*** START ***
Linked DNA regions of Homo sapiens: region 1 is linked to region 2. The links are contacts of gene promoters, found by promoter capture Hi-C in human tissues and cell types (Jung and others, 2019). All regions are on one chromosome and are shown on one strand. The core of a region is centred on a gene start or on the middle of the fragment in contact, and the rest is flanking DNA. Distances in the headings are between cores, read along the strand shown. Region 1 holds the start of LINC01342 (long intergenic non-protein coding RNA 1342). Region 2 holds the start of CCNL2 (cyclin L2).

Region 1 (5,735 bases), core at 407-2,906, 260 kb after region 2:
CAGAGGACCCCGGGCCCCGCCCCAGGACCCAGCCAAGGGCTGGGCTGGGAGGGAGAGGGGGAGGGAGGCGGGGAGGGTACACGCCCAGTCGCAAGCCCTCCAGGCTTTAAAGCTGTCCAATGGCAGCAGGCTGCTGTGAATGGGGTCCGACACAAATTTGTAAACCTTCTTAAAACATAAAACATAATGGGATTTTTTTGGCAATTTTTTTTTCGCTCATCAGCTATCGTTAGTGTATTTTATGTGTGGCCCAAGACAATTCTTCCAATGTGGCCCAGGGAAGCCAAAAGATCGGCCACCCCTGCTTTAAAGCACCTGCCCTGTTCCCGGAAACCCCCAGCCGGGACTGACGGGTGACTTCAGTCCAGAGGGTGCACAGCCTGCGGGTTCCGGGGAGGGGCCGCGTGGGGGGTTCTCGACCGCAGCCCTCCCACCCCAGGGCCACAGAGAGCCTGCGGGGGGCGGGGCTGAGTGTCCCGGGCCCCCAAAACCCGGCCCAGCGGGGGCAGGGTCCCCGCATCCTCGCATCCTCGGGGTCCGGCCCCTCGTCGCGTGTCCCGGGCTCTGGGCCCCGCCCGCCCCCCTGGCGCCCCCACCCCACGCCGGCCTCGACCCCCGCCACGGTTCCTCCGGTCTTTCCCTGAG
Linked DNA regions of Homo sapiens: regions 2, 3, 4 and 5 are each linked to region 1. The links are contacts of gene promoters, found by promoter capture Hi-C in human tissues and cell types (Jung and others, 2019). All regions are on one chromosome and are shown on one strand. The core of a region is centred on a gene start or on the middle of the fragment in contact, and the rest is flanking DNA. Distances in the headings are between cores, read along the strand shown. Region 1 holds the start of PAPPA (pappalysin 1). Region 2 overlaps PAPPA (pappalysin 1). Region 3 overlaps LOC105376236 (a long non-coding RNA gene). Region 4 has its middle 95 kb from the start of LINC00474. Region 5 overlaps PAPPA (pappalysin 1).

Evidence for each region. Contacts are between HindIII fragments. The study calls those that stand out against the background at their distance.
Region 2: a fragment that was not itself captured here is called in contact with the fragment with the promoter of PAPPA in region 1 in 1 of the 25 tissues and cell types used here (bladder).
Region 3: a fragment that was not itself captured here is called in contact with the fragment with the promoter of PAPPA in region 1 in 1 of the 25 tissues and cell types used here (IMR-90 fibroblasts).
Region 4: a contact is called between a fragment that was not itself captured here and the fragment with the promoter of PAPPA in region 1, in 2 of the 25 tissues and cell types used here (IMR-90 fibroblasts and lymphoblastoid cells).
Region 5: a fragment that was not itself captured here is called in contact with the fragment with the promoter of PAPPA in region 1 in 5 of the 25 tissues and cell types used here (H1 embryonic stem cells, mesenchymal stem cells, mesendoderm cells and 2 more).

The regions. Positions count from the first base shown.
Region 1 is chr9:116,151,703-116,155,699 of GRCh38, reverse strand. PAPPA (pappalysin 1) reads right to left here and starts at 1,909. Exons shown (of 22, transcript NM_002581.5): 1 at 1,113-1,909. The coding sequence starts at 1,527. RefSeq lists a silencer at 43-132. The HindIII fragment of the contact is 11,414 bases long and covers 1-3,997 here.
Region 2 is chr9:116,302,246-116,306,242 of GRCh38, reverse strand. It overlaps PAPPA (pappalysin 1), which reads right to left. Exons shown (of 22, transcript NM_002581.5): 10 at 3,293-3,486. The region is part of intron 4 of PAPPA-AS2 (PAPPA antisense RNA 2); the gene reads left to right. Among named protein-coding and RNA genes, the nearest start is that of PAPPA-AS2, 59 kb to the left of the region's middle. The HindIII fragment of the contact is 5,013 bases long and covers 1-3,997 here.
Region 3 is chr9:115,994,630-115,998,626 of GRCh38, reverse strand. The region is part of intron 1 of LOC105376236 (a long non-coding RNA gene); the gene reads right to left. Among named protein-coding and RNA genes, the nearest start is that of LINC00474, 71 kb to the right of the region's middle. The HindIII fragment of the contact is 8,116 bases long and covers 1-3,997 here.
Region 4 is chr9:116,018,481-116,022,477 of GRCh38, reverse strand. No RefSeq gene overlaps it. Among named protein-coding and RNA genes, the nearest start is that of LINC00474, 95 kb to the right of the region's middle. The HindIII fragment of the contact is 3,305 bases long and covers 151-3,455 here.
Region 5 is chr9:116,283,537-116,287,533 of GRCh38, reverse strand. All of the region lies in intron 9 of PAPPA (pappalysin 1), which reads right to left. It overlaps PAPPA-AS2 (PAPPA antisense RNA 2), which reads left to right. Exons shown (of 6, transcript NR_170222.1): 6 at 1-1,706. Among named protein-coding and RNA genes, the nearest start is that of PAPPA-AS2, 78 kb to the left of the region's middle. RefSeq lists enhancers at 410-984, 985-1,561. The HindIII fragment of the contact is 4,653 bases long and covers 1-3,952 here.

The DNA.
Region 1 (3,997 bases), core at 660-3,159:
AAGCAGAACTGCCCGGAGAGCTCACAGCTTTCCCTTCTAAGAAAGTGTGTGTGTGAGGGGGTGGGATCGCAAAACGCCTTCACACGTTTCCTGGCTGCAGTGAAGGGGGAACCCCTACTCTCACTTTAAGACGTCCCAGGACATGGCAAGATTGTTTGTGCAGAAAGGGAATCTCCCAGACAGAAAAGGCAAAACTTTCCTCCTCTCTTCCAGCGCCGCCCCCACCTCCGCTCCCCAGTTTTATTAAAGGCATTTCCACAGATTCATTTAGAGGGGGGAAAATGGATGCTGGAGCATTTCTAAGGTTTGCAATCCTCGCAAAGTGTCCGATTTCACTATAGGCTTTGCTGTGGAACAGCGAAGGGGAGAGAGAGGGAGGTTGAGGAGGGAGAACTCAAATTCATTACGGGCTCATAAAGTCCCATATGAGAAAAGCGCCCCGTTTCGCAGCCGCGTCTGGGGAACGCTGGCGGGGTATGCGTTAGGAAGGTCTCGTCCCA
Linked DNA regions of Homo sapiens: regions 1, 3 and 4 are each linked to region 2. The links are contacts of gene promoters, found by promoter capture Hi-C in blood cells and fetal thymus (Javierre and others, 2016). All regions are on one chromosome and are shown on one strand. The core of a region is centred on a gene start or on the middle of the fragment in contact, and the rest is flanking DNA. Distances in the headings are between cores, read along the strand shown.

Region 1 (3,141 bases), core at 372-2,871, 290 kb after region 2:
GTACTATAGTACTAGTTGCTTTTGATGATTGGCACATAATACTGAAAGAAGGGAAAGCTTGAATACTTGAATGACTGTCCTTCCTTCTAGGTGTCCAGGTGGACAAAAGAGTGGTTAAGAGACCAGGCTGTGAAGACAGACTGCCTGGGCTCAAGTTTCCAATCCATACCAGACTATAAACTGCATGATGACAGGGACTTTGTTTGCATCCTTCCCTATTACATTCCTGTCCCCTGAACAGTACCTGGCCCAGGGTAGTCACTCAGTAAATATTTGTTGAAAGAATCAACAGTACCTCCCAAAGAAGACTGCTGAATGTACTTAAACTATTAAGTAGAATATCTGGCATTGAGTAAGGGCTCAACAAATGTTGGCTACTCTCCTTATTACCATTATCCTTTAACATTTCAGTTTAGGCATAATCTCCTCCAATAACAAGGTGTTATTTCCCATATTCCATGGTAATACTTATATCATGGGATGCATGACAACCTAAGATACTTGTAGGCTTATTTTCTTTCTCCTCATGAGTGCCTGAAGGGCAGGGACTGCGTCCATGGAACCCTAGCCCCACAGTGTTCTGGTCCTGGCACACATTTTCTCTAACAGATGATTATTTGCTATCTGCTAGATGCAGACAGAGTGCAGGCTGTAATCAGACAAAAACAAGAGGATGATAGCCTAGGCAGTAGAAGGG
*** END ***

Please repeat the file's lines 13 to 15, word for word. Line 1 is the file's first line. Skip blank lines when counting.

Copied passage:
Region 3 is chr9:115,994,630-115,998,626 of GRCh38, reverse strand. The region is part of intron 1 of LOC105376236 (a long non-coding RNA gene); the gene reads right to left. Among named protein-coding and RNA genes, the nearest start is that of LINC00474, 71 kb to the right of the region's middle. The HindIII fragment of the contact is 8,116 bases long and covers 1-3,997 here.
Region 4 is chr9:116,018,481-116,022,477 of GRCh38, reverse strand. No RefSeq gene overlaps it. Among named protein-coding and RNA genes, the nearest start is that of LINC00474, 95 kb to the right of the region's middle. The HindIII fragment of the contact is 3,305 bases long and covers 151-3,455 here.
Region 5 is chr9:116,283,537-116,287,533 of GRCh38, reverse strand. All of the region lies in intron 9 of PAPPA (pappalysin 1), which reads right to left. It overlaps PAPPA-AS2 (PAPPA antisense RNA 2), which reads left to right. Exons shown (of 6, transcript NR_170222.1): 6 at 1-1,706. Among named protein-coding and RNA genes, the nearest start is that of PAPPA-AS2, 78 kb to the left of the region's middle. RefSeq lists enhancers at 410-984, 985-1,561. The HindIII fragment of the contact is 4,653 bases long and covers 1-3,952 here.